Evolutionary significance of AS divergence in ohnologs in teleosts

WGD events have been deeply believed to shape the history of many evolutionary lineages, especially in teleosts. Reciprocal loss of ohnologs in different teleost lineages after TGD might have contributed to teleost diversification [36]. Lineage-specific re-diploidization of ohnologs could last over tens of millions of years and is assumed to be responsible for specific adaptations and diversification in salmons that underwent salmonid-specific WGD ~ 95 MYA [37]. It says that WGD provided teleosts with diversification potential that can become effective much later, such as during phases of environmental change, by generating thousands of ohnologs [33, 37, 38]. Sub/neofunctionalization of an ohnolog—elastin gene generated by TGD contributes to origin of the bulbus arteriosus, an evolutionarily novel organ in teleost heart outflow tract [16]. Glasauer and Neuhauss [38] summarized evolutionary consequences of ohnologs in teleosts after TGD from various perspectives. Interestingly, a few studies dedicate effort to explore genome-wide divergence pattern of alternative splicing in ohnologs in teleosts [39], although pufferfish (Takifugu rubripes) has served the very first case of subfunctionalization in ohnologs from AS divergence perspective [34]. It might be due to insufficient gene annotation in non-human genomes in general, for example, transcript number of genes in teleosts is significantly fewer than that of their human orthologs (Wilcoxon signed-rank tests, P < 2.2 10− 16; Additional file 1: Table S1) in current genomic database. The rapid accumulation of next generation sequencing data allows us to explore ohnolog divergence in teleosts from AS perspective. As such, we show that AS significantly diverges in ohnologs in teleosts as well as sequence, expression, and protein interaction divergence [38]. For example, a small number of ohnolog pairs show significantly asymmetric AS divergence in each of the three studied teleosts, which might suggest functional divergence between ohnologs. An ohnolog pair of aromatase genes in medaka, cyp19a1a (ENSORLG00000002949) and cyp19a1b (ENSORLG00000005548), shows significantly asymmetric AS divergence based on RNA-seq data, with no AS form being found in cyp19a1a but 11 AS forms in cyp19a1b. cyp19a1 is considered the most conserved ovary-factor in vertebrates and expressed in various tissues with multiple AS forms [40]. Earlier in teleosts, cyp19a1a and cyp19a1b are found to be expressed in ovaries and the brain, respectively [40]. However, it shows that both cyp19a1a and cyp19a1b are actually expressed in multiple tissues in teleosts [41, 42], which is also confirmed with RNA-seq data in this study (Fig. 3). Domingos et al. [42] found that cyp19a1a was expressed in testes in levels similar to, or higher than those in ovaries in barramundi but its full coding sequence was absent in the males due to exon splicing. Taken those studies together, it suggests that functional divergence between cyp19a1a and cyp19a1b has been accompanied by asymmetric alternative splicing divergence in teleosts. Considering the amount of ohnologs in teleost genomes [33] and the unneglected fraction of them with significantly asymmetric AS divergence, our study thus from the perspective of alternative splicing divergence in ohnologs shows that the TGD increased the genomic complexity of teleost.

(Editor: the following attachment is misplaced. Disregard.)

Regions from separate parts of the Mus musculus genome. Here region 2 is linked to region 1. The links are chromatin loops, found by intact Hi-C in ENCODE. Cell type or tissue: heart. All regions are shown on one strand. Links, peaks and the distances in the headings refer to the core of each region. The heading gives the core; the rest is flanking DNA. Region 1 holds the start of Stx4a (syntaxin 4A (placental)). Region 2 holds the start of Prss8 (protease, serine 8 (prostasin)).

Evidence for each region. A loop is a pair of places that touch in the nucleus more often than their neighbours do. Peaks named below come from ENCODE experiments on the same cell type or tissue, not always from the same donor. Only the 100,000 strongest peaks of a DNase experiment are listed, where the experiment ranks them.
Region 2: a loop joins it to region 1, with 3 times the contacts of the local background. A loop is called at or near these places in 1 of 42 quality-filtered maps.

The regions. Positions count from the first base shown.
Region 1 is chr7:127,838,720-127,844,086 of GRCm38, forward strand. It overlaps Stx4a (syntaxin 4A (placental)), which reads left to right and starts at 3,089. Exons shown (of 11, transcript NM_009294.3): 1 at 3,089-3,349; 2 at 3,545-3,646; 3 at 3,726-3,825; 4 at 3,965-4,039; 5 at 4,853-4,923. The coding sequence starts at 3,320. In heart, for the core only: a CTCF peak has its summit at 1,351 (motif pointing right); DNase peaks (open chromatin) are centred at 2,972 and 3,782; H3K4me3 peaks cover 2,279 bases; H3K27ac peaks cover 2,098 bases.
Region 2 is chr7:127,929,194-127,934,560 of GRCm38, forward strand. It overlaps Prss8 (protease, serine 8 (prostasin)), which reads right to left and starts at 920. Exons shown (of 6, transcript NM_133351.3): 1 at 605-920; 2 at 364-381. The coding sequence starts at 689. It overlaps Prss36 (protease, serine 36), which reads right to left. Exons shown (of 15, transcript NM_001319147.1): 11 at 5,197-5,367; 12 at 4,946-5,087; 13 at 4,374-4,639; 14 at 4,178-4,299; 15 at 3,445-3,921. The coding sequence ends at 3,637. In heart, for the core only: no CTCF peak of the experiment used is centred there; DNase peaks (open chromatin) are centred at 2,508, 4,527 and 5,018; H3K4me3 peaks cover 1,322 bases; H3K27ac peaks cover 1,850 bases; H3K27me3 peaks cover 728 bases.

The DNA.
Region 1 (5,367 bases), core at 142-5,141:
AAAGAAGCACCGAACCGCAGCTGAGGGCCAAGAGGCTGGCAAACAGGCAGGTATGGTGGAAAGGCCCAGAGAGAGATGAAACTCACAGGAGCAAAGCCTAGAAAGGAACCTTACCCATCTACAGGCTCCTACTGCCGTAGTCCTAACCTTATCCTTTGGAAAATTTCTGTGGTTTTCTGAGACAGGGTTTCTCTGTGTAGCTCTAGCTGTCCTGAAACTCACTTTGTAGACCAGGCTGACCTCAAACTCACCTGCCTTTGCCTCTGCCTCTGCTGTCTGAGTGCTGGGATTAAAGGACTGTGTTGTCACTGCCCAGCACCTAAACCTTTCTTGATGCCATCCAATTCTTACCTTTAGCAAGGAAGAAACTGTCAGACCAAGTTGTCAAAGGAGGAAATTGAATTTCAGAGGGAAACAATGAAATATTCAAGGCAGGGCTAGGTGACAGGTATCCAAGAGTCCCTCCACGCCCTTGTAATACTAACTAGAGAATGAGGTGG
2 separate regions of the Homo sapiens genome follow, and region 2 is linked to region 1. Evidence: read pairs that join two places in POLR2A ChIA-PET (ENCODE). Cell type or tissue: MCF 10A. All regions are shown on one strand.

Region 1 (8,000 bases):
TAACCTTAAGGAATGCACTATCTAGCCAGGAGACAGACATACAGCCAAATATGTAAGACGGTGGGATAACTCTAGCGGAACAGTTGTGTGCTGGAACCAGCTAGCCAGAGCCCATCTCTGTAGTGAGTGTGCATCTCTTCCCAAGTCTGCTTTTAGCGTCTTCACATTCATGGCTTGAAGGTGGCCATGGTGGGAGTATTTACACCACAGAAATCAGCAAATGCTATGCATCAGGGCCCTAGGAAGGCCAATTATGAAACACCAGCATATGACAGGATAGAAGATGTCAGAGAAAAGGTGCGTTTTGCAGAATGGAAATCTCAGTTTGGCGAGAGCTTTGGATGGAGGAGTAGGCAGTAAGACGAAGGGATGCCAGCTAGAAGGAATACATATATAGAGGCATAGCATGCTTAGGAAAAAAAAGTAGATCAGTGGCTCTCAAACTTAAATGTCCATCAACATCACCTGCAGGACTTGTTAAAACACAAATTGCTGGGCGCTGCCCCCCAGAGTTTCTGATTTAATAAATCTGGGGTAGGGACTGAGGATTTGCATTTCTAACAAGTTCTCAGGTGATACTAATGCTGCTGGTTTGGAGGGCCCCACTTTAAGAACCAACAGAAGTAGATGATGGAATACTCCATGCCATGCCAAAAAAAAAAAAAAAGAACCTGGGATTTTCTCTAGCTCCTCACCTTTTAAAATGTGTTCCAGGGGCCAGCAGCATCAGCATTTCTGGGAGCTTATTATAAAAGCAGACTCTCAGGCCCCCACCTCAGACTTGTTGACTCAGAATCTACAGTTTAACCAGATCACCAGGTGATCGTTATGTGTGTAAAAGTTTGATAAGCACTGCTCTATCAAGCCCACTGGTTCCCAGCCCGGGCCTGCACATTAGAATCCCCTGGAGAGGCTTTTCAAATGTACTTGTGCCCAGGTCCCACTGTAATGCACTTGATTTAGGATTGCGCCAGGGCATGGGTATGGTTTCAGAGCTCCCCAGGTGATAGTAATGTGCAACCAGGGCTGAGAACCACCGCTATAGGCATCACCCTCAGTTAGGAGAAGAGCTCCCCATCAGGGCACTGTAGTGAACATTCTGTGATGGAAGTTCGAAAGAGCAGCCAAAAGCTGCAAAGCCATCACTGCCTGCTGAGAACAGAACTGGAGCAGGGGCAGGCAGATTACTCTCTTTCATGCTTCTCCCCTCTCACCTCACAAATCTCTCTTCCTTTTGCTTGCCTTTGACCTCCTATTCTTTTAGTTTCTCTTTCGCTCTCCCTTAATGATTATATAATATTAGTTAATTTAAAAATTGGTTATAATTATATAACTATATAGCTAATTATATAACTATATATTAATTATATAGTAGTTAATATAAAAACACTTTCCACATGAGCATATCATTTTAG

Fig. 3
figure3

The alternative splicing graph for cyp19a1a and cyp19a1b and their expression profile in medaka. Eleven predicted alternative splicing events in cyp19a1b are labeled as ak. a–c are A3SS (Alternative 3′ Splice Site) type of alternative splicing events; d, e, g, h, i, and j are RI (Retained Intron) type of alternative splicing events; f is RI or A5SS (Alternative 5′ Splice Site) type of alternative splicing events; k is RI or A3SS type of alternative splicing events, according to Goldstein et al. [44]. Heatmaps are based on exon expression on a log2(FPKM + 1) scale

Conclusions

In conclusion, we characterized alternative splicing divergence between ohnologs that resulted from TGD in three teleost genomes with the aid of RNA-seq data. We found that alternative splicing evolution in ohnologs supported a combined scenario of function-sharing and accelerated models and ruled out the independent model that assumed a lack of correlation between gene duplication and alternative splicing. A small number of ohnolog pairs showed significantly asymmetric alternative splicing divergence, which might result in functional divergence between duplicates. Taken together, our study provided insights into the link between alternative splicing and gene duplication in general and ohnolog divergence in teleosts from alternative splicing perspective in particular.

Materials and methods

Genomic data

Three teleosts with high quality genomes and RNA-seq data were used in this study, zebrafish, medaka, and stickleback. Genomic data was retrieved from Ensembl (release 76). The RNA-seq data was retrieved from EBI, including 12 distinct tissues (brain, gills, heart, muscle, liver, kidney, bones, intestine, embryos, unfertilized eggs, ovary, and testis) in zebrafish; 11 tissues (brain, gills, heart, muscle, liver, kidney, bones, intestine, embryos, ovary, and testis) in medaka, and nine tissues (brain, gills, heart, muscle, liver, kidney, eye, skin, and testis) in stickleback (Additional file 1: Table S4).

Alternative splicing form characterization